I SPENT LAST Saturday, a gray and dreary day, reading back issues of the Journal, missing him already. Wally Graves, a contributing writer since 1993 and a very dear member of the Journal family, lost his battle with melanoma last week at age 77.
With his playful, wicked wit, Wally often made me laugh. Sometimes he made me cry. But he always, always made me think harder and more critically about things like life and truth and beauty, morality and mortality.
By the time he began writing for the Journal, he was retired from teaching and had the luxury of time to explore topics he thought were significant. More importantly, he had the wisdom of more than 70 years to bring to the task.
One of his first stories was on racism on the North Coast or more accurately, what would normally be a non-story, the lack of racism that he had experienced first hand as a juror in a civil trial against a black man in Eureka. It wasn't a sugarcoated report designed to make us feel superior to the Rodney King trial that was unfolding simultaneously in Los Angeles. It was a factual, searching-for-truth story, a Wally hallmark.
Wally wrote on the topic of California's new Three Strikes law and its inherent unfairness in 1994, the same year he explored the complex, controversial topic of abortion. On the abortion story, I remember Wally interviewing pro-choice and pro-life advocates. But then he shifted his focus to women, randomly asking, "Do you know anyone who has had an abortion?" and "What were your experiences?" By doing so he came closer to the truth than I would have thought possible.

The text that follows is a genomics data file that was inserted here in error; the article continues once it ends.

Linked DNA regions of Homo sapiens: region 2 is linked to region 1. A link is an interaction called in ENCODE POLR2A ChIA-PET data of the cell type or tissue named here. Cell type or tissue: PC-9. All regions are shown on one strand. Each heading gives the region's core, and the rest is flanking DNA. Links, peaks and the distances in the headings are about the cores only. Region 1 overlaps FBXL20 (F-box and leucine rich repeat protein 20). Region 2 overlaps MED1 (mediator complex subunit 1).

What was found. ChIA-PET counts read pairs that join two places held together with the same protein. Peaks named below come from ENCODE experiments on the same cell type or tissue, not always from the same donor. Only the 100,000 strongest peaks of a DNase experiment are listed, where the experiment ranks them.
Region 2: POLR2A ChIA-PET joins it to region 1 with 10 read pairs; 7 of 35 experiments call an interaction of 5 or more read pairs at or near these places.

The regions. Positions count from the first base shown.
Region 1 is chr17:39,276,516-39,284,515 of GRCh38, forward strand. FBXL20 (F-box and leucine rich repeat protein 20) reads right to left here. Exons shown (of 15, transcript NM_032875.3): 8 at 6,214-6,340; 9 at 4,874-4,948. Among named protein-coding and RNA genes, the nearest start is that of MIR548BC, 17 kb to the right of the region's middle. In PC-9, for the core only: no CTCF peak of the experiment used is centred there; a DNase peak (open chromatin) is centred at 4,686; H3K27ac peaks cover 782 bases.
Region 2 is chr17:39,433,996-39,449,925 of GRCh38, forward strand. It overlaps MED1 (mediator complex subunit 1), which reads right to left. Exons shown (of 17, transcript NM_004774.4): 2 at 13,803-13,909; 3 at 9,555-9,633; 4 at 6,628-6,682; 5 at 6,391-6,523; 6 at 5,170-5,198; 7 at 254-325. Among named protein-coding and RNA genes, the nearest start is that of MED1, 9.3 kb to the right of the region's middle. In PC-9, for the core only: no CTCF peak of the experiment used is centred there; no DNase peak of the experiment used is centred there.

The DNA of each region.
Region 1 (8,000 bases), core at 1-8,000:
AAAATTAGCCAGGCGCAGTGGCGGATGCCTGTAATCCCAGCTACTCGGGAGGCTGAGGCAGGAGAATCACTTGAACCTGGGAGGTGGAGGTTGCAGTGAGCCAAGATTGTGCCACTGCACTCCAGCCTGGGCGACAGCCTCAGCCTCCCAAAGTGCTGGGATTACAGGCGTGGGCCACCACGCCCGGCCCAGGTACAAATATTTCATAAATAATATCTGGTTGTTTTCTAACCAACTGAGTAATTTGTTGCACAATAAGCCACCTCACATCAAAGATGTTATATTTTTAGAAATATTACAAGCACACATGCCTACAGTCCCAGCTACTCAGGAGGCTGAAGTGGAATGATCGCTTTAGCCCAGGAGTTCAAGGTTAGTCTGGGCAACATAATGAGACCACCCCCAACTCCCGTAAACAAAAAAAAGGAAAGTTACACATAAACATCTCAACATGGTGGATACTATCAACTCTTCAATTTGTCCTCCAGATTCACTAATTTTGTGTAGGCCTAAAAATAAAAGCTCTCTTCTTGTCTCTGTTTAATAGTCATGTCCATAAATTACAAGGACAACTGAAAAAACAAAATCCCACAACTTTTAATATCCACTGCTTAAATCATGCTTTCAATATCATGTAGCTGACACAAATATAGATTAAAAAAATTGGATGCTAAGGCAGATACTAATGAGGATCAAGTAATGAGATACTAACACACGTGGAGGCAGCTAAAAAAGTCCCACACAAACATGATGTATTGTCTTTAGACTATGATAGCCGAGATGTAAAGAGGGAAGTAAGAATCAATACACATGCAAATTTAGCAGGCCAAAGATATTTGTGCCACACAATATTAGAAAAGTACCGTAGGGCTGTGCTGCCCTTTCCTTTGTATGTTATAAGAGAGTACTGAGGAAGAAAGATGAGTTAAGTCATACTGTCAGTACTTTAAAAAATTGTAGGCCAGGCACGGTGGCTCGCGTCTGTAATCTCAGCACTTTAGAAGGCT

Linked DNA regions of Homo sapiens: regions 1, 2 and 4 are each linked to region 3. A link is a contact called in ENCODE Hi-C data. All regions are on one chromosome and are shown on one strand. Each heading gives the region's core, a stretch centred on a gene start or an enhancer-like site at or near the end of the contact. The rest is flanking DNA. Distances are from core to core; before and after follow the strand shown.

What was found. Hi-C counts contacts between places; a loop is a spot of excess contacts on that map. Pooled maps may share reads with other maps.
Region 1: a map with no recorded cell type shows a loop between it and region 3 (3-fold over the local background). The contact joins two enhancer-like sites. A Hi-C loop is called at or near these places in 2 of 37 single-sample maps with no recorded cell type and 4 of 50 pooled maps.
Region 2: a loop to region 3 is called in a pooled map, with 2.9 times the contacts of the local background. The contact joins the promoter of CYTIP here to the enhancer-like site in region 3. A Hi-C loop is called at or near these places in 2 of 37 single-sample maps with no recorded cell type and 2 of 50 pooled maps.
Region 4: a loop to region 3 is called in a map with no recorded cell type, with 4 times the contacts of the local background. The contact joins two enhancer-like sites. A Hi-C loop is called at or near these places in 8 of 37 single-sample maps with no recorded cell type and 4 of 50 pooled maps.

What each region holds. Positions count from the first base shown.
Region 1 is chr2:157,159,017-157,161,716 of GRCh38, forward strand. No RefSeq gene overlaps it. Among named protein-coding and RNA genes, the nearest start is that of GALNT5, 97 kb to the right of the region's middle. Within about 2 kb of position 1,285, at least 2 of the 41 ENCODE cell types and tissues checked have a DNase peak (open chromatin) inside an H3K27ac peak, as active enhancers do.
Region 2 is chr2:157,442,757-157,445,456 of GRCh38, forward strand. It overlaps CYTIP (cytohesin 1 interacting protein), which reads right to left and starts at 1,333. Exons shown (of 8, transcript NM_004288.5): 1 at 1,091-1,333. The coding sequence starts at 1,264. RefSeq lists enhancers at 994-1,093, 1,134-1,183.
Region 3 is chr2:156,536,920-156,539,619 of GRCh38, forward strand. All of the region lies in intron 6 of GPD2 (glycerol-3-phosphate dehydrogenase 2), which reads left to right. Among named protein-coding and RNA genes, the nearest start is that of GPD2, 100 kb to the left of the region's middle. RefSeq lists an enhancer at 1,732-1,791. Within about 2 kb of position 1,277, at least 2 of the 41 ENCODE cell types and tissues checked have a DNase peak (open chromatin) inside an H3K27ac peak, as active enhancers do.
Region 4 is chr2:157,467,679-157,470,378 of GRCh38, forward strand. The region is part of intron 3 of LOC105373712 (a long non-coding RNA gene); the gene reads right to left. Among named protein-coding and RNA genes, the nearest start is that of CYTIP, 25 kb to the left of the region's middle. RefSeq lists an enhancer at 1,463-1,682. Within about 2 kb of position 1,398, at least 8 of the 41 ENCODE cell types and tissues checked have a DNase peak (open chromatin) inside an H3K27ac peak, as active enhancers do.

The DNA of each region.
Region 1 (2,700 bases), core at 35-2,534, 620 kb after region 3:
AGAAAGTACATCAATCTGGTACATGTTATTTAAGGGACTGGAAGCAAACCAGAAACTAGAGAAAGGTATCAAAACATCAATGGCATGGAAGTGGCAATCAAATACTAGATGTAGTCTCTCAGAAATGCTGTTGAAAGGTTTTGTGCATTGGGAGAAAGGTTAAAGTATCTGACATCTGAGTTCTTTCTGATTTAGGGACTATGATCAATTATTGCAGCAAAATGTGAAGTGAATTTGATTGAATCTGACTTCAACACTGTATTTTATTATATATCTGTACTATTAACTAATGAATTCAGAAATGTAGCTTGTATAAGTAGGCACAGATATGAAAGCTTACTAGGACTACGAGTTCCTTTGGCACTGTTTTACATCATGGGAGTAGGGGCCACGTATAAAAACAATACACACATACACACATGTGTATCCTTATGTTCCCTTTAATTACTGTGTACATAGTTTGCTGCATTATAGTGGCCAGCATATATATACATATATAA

From the mid '90s through November of last year, Wally wrote big, meaty stories (on the 50th anniversary of the battle for Iwo Jima and the high price paid by Humboldt County's youth), delightful profiles (Gayle Karshner and Stan Roscoe), humorous essays (on cats and midnight gardening).
I have two favorites. One, a story Wally wrote on his famous artist/brother Morris Graves ("Birth of an artist," December 1996). The other, "Bankrupt on Jupiter" (May 1995), a powerful man-vs.-nature story about a piece of machinery used from the 1940s through the 1970s to build dikes around Humboldt Bay.
Wally's written words had beauty and passion and uncommon wisdom. And we will miss him dearly.
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